From left, Charlie Hunnam as Jax Teller and Marilyn Manson...

From left, Charlie Hunnam as Jax Teller and Marilyn Manson as Ron Tully in "Sons of Anarchy" episode 701, "Black Widower." Credit: FX Networks / Prashant Gupta

THE SHOW "Sons of Anarchy"

WHEN | WHERE Tuesday night at 10 on FX

WHAT IT'S ABOUT The seventh and final season begins, with Jax (Charlie Hunnam) seeking answers to the murder of his wife (Maggie Siff). That answer, Gemma (Katey Sagal), is right under his nose, but mommy dearest has no intention of telling anyone. Meanwhile, Juice (Theo Rossi) goes into hiding.

MY SAY What's wrong with "Sons of Anarchy"?

Seriously, what? You're a fan, or you wouldn't be reading this right now. Maybe you know, but I've puzzled over the question for years -- never coming up with an answer because "SOA" has done so many things right: insane production values, vivid characters, excellent acting and direction -- often by the legendary Paris Barclay -- and superlative writing, with creator Kurt Sutter at that helm.

It has long flirted with Shakespearean and biblical themes, such as how cycles of violence beget more cycles, even brother against father. It is about the base, mindless avarice of humanity, the male part of humanity especially -- inspired perhaps by director John Cassavetes, who once observed, "I love men -- we're so stupid."

"SOA" could've been one of The Great Ones, but it's not, won't ever be, and I want to know why.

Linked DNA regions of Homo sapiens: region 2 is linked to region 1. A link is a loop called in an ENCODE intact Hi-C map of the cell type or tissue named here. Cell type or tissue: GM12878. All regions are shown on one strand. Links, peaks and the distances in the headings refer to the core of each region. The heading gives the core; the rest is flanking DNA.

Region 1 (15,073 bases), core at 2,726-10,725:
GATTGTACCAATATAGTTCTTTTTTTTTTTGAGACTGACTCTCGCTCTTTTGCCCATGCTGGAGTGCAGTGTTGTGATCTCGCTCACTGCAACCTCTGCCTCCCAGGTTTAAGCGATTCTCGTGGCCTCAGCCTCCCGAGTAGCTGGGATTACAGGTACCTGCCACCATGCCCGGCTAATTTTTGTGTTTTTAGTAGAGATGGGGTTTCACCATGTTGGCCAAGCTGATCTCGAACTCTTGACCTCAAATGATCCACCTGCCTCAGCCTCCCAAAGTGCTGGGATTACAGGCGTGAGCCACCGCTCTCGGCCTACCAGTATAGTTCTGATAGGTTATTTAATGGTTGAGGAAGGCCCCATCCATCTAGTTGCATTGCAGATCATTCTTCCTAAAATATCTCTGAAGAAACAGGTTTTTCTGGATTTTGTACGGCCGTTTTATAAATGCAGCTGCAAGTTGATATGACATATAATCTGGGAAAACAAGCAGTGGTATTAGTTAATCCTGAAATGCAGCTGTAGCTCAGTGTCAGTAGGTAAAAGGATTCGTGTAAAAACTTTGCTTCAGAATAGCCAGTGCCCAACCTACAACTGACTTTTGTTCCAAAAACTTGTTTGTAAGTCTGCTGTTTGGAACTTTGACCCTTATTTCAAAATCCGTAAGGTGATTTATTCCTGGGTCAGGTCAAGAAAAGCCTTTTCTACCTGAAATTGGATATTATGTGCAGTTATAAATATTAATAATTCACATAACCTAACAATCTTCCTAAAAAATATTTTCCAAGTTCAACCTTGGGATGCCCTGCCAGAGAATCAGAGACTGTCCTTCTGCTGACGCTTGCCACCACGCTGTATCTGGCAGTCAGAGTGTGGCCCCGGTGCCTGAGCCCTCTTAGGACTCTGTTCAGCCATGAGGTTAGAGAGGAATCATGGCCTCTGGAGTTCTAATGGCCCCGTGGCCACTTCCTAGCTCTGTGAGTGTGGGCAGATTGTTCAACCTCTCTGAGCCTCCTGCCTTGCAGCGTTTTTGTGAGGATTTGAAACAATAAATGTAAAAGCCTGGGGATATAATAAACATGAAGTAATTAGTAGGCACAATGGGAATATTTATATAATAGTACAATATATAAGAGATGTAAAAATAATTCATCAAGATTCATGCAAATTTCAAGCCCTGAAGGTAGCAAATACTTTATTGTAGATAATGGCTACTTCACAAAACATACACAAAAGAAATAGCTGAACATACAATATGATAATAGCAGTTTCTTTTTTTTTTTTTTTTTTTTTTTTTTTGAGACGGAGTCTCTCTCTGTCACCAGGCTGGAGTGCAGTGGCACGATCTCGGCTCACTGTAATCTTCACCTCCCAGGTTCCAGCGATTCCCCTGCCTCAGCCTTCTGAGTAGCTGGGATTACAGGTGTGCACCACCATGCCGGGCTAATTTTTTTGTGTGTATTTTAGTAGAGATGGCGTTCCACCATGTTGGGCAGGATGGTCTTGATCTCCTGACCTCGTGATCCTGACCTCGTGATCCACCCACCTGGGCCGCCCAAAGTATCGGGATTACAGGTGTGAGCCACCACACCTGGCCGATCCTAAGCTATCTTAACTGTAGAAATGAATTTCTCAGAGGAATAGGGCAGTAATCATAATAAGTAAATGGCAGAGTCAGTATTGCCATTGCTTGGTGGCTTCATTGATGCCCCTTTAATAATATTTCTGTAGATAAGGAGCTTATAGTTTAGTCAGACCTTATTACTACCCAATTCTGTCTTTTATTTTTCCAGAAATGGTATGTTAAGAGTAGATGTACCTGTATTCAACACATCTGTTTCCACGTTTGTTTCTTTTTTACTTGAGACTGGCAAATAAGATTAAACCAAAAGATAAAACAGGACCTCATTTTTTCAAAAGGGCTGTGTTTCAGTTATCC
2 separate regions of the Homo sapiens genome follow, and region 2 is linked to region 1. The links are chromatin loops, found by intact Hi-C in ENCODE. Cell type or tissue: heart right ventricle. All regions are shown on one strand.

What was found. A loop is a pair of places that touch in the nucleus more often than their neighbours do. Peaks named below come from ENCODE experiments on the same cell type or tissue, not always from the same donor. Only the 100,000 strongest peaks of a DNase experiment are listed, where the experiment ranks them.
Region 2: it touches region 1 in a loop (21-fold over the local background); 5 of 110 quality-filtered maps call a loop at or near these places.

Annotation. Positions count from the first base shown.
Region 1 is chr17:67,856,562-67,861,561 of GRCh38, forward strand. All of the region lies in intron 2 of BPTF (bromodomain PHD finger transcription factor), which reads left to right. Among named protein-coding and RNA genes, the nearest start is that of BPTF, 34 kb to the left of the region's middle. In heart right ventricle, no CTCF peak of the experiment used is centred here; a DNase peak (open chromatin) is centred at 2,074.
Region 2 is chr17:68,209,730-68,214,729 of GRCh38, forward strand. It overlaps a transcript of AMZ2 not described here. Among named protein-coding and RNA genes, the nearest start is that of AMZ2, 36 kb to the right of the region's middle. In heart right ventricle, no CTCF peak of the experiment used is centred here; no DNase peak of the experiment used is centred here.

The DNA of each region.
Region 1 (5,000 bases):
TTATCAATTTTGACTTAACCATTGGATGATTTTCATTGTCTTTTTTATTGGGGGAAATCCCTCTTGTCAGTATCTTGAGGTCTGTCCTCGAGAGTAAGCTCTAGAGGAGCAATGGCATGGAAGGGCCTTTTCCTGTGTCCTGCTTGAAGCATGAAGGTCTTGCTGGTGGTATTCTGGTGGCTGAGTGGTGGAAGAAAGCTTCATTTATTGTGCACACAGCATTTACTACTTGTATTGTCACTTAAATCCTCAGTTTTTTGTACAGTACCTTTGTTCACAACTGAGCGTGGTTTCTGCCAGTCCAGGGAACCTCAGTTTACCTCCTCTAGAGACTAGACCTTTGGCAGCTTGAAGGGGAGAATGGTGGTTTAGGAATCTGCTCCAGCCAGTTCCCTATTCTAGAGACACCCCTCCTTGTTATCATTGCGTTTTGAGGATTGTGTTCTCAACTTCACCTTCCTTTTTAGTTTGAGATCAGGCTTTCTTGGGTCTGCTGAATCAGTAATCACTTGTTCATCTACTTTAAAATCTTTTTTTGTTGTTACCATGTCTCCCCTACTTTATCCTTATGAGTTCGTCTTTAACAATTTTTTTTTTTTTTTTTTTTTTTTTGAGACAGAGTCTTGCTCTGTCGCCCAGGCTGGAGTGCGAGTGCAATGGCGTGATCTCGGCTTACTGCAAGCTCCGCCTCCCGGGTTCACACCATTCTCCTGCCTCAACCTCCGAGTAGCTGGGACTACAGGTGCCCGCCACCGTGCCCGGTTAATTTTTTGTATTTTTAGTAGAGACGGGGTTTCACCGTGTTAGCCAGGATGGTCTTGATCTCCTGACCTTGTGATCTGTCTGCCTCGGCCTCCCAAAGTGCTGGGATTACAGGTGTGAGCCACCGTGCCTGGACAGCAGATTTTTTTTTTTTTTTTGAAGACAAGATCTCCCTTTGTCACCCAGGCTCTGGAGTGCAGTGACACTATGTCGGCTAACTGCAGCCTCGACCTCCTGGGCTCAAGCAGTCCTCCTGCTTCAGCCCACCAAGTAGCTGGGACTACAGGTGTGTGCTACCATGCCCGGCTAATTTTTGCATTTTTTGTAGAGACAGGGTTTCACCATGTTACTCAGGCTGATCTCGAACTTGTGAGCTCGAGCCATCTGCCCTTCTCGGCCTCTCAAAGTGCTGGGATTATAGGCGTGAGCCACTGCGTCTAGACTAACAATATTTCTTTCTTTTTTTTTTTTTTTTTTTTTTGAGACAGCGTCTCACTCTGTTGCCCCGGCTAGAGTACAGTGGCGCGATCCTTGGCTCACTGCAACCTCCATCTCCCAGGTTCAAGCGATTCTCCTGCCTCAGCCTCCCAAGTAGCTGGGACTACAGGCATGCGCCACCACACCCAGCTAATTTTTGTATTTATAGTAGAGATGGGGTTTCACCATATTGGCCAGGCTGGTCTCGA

A possible answer: It can be a punch to the face, a knee to the groin, with nothing particularly compensatory in return. The sixth season was very nearly a commentary on Newtown -- the horror of gun violence, leading SAMCRO to pull out of the grisly trade, which led (complicated story shortened) to the horrific slaying of two key characters in the finale. Now, the cycle begins anew, with a vengeful Jax and his crew blindly following him.

It won't end well for Jax -- we already know that. He's too dumb for it to end well.

Mostly, though, I wanted something deeper, more resonant from "SOA": Maybe a meditation -- wrong word for this show, of course, but it'll do -- on the horror of gun violence. Maybe an urgent message that something has to be done about media violence, too. Instead, I'm left with a bitter echo of Cassavetes: I love this show. It's so stupid.

BOTTOM LINE Fans will love Tuesday night's supersized launch. I'm just limp and weary from it all.


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